Hey, if it took a white supremacist, capitalist warmonger, philandering misogynist, predator in chief in the White House to set off this seismic upheaval in the centuries-old status quo of racist capitalist patriarchy, so be it. Maybe that’s what it took for well-bred white females to stop functioning like the scared, obedient children we were trained to be — though, truth be told, I started rebelling in 1966. Thankfully women have begun speaking out within the last six months with consistently loud voices that have become as one — like the scores of gymnasts who addressed sadistic pedophile Larry Nassar, mascarading as a medical doctor — during his sentencing in January. All these women workers — from Hollywood actors to hotel housekeepers, posh publishers to nail polishers, food servers to farmers — have exposed harassment, rape and unwelcome sexual advances of any type, be they verbal or hands on, as a primary violation of their human space, their bodily integrity, their hopes and dreams.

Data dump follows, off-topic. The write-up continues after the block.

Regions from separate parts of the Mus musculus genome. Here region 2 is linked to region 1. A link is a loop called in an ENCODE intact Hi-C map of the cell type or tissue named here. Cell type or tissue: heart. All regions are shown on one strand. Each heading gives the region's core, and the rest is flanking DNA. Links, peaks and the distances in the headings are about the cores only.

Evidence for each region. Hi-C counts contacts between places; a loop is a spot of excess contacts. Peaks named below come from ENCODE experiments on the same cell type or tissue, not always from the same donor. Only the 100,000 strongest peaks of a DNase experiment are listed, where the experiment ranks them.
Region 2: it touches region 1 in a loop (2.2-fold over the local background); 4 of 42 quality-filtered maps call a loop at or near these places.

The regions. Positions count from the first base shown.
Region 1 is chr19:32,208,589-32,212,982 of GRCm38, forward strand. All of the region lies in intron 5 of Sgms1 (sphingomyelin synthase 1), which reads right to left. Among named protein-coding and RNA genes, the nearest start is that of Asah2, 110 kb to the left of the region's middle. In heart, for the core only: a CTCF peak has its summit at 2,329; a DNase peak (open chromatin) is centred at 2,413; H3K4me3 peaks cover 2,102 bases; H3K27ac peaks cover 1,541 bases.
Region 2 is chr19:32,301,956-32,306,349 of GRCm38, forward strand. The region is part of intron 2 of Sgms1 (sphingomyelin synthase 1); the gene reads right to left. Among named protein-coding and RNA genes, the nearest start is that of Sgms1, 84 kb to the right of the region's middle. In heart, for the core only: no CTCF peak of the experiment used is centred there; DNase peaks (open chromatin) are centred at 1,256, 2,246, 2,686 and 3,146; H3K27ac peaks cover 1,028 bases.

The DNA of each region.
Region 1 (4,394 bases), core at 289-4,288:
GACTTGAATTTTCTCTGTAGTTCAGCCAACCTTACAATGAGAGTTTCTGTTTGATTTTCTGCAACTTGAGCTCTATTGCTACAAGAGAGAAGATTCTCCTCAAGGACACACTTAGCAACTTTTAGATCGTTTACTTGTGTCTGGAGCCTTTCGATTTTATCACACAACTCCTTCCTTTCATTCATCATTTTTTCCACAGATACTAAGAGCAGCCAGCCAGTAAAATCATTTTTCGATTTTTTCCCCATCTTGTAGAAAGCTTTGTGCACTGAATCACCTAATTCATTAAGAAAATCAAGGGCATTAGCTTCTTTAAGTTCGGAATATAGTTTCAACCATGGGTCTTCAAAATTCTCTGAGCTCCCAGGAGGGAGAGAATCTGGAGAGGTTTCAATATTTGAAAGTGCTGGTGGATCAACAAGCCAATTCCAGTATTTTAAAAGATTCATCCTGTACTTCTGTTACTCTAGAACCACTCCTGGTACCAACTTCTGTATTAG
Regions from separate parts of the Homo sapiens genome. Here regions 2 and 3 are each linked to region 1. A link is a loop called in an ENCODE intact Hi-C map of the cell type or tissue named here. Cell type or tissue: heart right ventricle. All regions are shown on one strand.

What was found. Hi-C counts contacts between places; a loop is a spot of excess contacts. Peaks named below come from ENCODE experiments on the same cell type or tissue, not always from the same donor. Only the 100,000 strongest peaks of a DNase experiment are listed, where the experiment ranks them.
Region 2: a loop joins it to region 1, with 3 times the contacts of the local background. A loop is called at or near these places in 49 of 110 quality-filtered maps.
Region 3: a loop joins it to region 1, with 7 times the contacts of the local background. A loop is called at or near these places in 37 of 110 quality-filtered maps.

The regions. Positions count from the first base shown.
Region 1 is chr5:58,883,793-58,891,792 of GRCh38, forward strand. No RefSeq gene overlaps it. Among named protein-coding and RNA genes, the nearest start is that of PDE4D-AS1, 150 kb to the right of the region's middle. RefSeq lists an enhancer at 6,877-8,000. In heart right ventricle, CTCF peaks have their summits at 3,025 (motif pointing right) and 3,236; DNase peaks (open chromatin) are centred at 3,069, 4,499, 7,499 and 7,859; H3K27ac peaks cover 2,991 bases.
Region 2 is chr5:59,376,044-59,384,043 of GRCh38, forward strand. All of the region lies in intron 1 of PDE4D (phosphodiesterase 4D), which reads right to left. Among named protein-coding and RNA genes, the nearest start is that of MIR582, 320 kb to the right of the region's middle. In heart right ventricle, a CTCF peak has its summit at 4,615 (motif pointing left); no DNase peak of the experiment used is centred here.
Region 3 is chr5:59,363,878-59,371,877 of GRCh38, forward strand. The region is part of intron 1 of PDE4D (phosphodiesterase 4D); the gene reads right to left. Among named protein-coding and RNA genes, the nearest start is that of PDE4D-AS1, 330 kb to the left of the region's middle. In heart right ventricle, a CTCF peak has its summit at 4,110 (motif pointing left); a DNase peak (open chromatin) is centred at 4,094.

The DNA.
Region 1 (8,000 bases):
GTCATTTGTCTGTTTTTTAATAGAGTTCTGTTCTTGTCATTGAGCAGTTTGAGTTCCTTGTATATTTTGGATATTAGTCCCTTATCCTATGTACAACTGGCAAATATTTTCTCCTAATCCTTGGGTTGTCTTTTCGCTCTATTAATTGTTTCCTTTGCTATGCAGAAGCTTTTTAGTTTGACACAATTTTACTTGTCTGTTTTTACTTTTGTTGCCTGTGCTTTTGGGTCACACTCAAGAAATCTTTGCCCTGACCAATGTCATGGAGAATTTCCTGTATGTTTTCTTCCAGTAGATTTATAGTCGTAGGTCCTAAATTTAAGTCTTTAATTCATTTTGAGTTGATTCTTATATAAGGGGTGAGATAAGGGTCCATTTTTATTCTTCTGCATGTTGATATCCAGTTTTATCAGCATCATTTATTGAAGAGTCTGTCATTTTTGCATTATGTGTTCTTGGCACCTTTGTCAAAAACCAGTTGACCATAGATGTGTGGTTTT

This is a new day, the beginning of what I hope will blossom into an era of profound social and political change.

As I write this, I’m searching for words to encourage myself to step into the public arena with my progeny, my book, held close to my heart — only this time with more authority, daring and fortitude. I must admit that scares me — because of all the physical and verbal attacks on pro-choice advocates.  But if I want my book to be turned into a movie, I have to take that risk. I believe my novel tells a story that deserves to reach a wide audience as only movies can. So now I’m giving myself a new assignment, which you’re witnessing: I have to devote more time to promoting my book; restablishing its Facebook page and posting to it weekly; boosting the book on Good Reads and selling it on Google; writing a one-act play and entering it in contests; giving more readings. Yes, it scares me, but I don’t have a choice. My new motto is “Seize the time!”

A Pro-Choice Novel That Speaks to Today